Now he threatens me to stop Xmas too. But I only celebrate it because they believe in Santa.
So sad x
G.28 May 2019 at 7:06 pm #25577
You could counter the Christmas thing as I do by saying it’s one a year where it’s acceptable to spoil the kids and show them how special they are, for me Christmas has nothing to do with religion and therefore your ex has no justifiable reason to stop them celebrating it.
Mark28 May 2019 at 7:19 pm #25579
Yes in my house it’s not a religious festivity just a family reunion and as you say, a time to spoil the children. But if you ask me, I would not even celebrate xmas.
The point is that because he has changed his lifestyle now it seems that they boys need to be in whether they agree or not.
It’s just hard to be the bad cop at all times.
G.28 May 2019 at 8:04 pm #25582
Anonymous, it is absolutely not normal to force children to not eat, my child has breakfast, lunch and dinner as well as various snacks (he is slim btw), it is well documented in schools that hungry children suffer educationally which is why so many schools are offering breakfast clubs and free school meals so it’s nonsense to say it’s normal for children, in fact I think it abusive.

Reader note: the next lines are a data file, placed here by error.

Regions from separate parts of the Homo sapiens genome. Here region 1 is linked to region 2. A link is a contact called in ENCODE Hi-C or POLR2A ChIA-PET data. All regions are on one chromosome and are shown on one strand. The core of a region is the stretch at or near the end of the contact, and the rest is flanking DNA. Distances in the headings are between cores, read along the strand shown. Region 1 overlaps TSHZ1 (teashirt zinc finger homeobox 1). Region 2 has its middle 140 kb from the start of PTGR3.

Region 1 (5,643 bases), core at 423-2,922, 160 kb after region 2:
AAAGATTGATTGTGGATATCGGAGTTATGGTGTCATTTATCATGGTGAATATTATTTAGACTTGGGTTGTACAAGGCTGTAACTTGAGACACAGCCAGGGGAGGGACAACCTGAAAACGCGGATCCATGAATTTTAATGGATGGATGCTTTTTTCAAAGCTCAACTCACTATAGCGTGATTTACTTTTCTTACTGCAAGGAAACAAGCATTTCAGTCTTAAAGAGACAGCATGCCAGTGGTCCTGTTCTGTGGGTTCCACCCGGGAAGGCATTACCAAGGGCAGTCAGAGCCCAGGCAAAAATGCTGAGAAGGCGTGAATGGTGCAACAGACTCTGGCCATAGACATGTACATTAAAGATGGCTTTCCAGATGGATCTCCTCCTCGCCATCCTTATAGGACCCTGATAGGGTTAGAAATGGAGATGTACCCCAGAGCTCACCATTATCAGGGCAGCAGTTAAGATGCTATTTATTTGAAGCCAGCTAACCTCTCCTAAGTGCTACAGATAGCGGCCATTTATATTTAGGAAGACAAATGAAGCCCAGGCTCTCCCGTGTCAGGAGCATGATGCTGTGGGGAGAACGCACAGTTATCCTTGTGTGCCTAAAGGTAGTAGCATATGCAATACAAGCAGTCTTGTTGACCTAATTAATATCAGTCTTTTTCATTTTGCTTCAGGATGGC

Equally it is now illegal to take a child out of school without good reason and the parents could be fined for it, education must always come before religion so no its not ok to take a child out of school for religion.
You seem to be totally missing the point in that this man is alienating G through the use of religion, if he wants to believe fine but to victimise someone for their non belief is wrong as is trying to brainwash the children in such a way that it harms the relationship between a mother and her children which is what Gs ex is doing.
G said that she doesn’t have a problem with his religion so there was no need to make out she is islamaphobic, it’s the awful impact of the fathers religion that’s the problem not the religion itself which G made very clear.28 May 2019 at 8:05 pm #25583
Thank you for your input but I disagree in some points.
Erm not, my issue is not with Islam at all, I respect people’s beliefs but I don’t feel comfortable of how he’s deciding to bring religion into our lives. Because it affects my life too btw.